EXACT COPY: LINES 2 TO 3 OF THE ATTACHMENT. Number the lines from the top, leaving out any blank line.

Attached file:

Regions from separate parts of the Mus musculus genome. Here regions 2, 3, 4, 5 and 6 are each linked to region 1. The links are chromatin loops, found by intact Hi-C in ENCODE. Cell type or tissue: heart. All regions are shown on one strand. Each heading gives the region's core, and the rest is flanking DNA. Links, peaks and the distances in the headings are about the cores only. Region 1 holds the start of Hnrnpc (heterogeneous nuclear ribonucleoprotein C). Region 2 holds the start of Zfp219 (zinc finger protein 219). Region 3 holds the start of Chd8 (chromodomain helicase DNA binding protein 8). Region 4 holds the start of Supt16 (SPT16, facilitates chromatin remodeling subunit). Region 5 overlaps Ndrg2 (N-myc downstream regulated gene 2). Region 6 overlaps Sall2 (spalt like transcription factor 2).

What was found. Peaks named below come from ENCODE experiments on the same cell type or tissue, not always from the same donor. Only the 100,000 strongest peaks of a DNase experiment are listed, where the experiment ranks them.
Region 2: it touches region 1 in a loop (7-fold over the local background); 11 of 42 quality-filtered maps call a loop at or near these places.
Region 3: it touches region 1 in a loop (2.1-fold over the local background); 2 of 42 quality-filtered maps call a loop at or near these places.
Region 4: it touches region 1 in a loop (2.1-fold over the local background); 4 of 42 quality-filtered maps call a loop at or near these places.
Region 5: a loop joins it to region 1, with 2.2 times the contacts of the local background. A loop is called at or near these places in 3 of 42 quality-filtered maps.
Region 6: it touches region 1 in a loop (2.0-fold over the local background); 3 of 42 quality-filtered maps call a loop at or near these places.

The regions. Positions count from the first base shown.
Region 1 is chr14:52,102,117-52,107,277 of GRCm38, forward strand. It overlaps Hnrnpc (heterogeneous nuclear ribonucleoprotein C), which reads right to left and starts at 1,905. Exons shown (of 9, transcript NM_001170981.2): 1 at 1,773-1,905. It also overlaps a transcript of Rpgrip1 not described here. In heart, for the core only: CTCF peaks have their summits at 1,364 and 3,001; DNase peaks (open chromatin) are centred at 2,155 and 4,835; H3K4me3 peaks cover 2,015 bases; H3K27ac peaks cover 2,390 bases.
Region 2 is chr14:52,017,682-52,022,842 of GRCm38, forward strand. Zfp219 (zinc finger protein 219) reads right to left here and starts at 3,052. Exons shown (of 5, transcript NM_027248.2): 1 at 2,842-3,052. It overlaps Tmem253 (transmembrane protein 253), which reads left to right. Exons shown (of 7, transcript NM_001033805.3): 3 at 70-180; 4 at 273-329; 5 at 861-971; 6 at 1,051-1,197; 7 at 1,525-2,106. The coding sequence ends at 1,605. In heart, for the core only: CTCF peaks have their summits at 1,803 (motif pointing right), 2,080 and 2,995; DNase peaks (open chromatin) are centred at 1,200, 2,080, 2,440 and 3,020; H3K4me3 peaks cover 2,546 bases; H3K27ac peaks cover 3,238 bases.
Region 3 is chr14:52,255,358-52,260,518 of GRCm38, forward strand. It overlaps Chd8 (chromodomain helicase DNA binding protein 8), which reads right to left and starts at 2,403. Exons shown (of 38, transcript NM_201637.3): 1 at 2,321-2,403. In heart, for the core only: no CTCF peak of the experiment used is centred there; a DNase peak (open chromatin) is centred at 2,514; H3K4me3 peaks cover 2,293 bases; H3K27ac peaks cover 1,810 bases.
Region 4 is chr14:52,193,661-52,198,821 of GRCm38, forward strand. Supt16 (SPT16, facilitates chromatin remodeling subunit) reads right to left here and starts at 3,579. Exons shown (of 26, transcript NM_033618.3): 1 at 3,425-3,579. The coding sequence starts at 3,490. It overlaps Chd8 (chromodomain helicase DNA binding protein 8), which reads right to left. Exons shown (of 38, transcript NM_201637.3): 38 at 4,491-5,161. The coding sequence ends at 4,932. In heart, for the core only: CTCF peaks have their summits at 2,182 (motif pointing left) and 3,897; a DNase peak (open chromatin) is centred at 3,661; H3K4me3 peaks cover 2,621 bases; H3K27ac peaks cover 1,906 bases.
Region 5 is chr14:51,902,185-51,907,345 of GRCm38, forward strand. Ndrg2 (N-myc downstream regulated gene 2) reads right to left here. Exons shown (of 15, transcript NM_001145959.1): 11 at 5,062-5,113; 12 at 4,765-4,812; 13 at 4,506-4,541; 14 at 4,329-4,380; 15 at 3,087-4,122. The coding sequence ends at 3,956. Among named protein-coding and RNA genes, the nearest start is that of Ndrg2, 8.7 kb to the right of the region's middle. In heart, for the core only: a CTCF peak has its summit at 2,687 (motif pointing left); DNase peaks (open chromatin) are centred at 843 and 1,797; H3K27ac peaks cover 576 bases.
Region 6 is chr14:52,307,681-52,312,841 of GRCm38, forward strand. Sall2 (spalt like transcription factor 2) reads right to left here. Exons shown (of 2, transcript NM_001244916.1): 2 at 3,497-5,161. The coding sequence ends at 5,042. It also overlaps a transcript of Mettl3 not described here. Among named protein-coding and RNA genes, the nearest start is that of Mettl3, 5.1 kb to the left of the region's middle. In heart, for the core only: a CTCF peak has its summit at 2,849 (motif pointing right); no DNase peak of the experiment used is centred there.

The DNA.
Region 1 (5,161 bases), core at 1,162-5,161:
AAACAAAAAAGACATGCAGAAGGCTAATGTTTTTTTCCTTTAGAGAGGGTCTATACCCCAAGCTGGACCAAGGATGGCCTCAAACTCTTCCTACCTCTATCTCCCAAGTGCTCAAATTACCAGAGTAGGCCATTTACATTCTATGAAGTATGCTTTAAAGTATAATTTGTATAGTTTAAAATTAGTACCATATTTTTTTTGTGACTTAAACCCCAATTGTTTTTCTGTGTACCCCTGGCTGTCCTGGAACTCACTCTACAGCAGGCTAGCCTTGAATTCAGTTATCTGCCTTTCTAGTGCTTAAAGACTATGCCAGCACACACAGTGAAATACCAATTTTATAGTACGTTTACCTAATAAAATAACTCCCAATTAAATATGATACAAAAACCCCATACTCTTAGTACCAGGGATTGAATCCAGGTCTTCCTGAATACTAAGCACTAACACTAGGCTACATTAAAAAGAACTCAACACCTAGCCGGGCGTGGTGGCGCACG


What was found. Peaks named below come from ENCODE experiments on the same cell type or tissue, not always from the same donor. Only the 100,000 strongest peaks of a DNase experiment are listed, where the experiment ranks them.
Region 2: it touches region 1 in a loop (7-fold over the local background); 11 of 42 quality-filtered maps call a loop at or near these places.